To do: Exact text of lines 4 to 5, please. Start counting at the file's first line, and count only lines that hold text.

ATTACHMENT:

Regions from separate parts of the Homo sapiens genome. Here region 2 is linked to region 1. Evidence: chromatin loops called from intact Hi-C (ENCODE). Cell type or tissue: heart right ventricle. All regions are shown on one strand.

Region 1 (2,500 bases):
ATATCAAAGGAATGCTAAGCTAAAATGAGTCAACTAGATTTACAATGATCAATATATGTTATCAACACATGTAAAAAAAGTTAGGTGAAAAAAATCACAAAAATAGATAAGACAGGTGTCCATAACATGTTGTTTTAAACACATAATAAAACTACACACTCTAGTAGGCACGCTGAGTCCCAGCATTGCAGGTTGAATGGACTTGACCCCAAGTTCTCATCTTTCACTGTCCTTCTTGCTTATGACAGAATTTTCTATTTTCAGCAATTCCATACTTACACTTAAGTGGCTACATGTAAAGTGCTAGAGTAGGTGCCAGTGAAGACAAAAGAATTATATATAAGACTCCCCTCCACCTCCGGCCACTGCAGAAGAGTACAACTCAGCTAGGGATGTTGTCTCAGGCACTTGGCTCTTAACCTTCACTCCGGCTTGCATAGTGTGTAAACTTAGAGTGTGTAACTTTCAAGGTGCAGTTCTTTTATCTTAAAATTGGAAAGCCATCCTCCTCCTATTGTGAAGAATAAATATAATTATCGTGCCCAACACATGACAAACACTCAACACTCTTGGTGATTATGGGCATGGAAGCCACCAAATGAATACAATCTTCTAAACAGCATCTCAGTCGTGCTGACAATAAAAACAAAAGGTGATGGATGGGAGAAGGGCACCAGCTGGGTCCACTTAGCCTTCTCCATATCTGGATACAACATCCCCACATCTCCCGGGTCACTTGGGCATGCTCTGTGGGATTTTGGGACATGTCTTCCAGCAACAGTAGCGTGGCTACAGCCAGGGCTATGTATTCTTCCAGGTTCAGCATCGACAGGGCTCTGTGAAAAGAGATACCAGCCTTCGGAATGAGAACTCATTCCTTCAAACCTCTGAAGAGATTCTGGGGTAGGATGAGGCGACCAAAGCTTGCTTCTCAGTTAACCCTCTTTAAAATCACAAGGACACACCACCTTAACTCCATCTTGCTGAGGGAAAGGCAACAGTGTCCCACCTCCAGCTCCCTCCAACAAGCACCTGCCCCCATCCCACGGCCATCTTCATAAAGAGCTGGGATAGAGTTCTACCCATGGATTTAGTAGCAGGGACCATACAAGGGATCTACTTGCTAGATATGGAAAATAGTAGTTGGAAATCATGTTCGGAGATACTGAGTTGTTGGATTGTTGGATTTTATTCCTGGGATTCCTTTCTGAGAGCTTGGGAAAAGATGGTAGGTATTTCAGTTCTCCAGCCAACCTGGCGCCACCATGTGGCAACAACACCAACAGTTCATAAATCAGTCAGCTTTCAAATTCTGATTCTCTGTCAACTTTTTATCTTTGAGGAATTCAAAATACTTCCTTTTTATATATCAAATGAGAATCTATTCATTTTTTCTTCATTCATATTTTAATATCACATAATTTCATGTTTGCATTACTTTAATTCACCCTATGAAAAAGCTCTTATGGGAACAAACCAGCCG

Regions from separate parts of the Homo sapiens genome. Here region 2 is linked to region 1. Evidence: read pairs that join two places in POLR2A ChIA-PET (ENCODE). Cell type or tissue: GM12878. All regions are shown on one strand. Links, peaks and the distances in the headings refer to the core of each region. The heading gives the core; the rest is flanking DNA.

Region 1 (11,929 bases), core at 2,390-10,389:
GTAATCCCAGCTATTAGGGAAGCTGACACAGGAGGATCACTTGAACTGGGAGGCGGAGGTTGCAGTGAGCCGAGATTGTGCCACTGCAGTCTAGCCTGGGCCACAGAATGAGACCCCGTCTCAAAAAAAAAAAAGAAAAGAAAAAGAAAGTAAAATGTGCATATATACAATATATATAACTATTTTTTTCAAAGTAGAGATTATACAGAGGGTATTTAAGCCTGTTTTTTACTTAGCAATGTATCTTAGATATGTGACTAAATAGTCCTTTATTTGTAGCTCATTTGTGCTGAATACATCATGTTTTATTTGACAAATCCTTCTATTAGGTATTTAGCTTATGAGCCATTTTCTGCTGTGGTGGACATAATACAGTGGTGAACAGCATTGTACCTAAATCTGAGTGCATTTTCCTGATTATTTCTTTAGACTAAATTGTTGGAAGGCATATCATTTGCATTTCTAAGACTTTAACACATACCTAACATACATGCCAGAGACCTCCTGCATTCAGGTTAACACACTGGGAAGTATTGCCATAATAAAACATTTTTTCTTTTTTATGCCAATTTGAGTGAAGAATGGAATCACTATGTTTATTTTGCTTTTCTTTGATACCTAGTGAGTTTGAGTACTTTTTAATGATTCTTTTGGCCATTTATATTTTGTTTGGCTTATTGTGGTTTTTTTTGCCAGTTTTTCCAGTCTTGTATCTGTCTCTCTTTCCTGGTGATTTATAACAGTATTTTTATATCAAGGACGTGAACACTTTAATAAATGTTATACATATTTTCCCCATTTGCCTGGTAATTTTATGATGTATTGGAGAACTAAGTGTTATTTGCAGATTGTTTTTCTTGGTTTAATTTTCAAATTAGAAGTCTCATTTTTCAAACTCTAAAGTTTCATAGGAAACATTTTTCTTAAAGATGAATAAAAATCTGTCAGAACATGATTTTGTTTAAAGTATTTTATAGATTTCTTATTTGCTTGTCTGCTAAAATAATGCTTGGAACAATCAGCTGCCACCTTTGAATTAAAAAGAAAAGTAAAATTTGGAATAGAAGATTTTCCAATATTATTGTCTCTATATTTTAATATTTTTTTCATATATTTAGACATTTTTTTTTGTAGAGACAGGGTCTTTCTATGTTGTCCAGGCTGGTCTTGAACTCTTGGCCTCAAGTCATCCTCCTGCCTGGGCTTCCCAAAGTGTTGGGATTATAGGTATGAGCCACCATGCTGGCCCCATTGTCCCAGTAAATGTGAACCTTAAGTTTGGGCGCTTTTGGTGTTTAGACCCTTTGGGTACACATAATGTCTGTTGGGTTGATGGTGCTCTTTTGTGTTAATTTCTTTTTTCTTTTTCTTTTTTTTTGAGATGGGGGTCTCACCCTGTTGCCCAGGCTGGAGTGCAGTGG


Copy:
Regions from separate parts of the Homo sapiens genome. Here region 2 is linked to region 1. Evidence: read pairs that join two places in POLR2A ChIA-PET (ENCODE). Cell type or tissue: GM12878. All regions are shown on one strand. Links, peaks and the distances in the headings refer to the core of each region. The heading gives the core; the rest is flanking DNA.

Region 1 (11,929 bases), core at 2,390-10,389: